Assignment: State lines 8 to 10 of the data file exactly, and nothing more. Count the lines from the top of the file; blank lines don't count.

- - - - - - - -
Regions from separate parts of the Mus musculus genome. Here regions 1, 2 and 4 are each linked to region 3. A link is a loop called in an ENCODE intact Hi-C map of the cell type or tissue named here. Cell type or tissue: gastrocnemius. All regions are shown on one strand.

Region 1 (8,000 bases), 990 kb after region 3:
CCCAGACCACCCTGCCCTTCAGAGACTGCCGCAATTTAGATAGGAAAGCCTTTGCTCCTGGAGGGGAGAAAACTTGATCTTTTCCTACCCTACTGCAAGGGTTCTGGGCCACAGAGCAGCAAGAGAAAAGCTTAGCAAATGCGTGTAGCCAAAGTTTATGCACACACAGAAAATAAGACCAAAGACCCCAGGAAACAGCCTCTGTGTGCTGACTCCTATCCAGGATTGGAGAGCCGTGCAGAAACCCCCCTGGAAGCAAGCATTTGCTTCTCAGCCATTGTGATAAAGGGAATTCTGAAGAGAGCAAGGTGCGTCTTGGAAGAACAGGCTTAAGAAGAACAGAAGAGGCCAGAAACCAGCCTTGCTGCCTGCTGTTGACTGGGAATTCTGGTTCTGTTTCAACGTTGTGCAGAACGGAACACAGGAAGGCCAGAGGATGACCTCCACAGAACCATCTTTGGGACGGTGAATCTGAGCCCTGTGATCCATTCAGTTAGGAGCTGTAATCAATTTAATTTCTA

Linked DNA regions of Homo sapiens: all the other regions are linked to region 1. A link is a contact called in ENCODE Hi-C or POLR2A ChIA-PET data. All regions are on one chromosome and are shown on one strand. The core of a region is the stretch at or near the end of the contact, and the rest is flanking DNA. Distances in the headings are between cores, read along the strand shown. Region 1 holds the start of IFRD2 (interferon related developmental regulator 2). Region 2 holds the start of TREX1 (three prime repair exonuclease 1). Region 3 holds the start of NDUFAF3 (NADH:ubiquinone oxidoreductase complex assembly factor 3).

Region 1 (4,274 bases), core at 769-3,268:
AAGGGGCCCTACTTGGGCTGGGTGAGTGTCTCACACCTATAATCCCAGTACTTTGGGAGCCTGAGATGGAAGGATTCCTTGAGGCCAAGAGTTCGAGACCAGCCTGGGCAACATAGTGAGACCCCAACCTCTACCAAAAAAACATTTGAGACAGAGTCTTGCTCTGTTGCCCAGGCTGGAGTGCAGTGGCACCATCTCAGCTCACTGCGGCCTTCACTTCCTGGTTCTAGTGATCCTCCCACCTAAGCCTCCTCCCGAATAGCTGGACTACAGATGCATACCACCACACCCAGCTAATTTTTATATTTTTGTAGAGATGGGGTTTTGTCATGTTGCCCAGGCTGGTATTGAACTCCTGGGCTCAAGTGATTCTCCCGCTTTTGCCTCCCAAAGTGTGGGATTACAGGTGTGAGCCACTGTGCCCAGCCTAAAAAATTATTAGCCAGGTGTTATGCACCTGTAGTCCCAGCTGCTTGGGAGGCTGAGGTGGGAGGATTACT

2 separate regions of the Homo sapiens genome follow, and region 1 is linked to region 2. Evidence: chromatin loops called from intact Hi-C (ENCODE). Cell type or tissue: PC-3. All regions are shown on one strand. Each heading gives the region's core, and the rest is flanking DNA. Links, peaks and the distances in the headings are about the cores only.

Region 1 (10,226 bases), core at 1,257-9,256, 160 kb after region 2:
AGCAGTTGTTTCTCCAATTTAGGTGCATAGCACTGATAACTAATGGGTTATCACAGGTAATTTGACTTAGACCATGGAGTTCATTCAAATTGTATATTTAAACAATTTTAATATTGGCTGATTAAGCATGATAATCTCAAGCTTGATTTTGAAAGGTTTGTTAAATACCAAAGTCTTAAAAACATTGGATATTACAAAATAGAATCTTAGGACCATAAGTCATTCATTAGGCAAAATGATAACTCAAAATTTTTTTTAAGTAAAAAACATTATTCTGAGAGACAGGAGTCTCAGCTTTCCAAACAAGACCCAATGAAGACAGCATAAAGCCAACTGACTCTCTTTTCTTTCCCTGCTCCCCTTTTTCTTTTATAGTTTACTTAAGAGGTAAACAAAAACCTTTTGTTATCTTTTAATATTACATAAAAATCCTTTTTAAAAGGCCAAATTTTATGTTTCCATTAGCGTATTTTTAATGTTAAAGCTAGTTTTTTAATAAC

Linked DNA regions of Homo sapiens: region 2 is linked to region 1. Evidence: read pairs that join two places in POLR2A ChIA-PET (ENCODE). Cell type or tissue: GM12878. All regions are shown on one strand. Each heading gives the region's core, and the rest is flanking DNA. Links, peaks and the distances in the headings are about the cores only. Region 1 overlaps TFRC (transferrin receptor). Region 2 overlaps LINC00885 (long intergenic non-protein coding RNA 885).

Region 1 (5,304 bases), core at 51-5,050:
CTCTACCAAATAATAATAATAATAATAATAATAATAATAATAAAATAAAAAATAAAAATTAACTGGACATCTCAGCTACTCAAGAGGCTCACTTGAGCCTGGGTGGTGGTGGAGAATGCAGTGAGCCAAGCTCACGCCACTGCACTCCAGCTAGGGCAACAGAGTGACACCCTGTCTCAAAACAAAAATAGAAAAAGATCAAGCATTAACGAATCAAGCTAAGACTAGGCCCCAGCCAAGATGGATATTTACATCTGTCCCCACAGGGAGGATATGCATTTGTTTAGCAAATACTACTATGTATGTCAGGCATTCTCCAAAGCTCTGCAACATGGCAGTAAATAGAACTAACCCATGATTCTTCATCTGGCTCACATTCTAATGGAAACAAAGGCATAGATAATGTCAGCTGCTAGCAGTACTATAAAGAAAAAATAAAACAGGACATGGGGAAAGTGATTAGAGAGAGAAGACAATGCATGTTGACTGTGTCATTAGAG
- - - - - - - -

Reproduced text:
Region 1 (10,226 bases), core at 1,257-9,256, 160 kb after region 2:
AGCAGTTGTTTCTCCAATTTAGGTGCATAGCACTGATAACTAATGGGTTATCACAGGTAATTTGACTTAGACCATGGAGTTCATTCAAATTGTATATTTAAACAATTTTAATATTGGCTGATTAAGCATGATAATCTCAAGCTTGATTTTGAAAGGTTTGTTAAATACCAAAGTCTTAAAAACATTGGATATTACAAAATAGAATCTTAGGACCATAAGTCATTCATTAGGCAAAATGATAACTCAAAATTTTTTTTAAGTAAAAAACATTATTCTGAGAGACAGGAGTCTCAGCTTTCCAAACAAGACCCAATGAAGACAGCATAAAGCCAACTGACTCTCTTTTCTTTCCCTGCTCCCCTTTTTCTTTTATAGTTTACTTAAGAGGTAAACAAAAACCTTTTGTTATCTTTTAATATTACATAAAAATCCTTTTTAAAAGGCCAAATTTTATGTTTCCATTAGCGTATTTTTAATGTTAAAGCTAGTTTTTTAATAAC

Linked DNA regions of Homo sapiens: region 2 is linked to region 1. Evidence: read pairs that join two places in POLR2A ChIA-PET (ENCODE). Cell type or tissue: GM12878. All regions are shown on one strand. Each heading gives the region's core, and the rest is flanking DNA. Links, peaks and the distances in the headings are about the cores only. Region 1 overlaps TFRC (transferrin receptor). Region 2 overlaps LINC00885 (long intergenic non-protein coding RNA 885).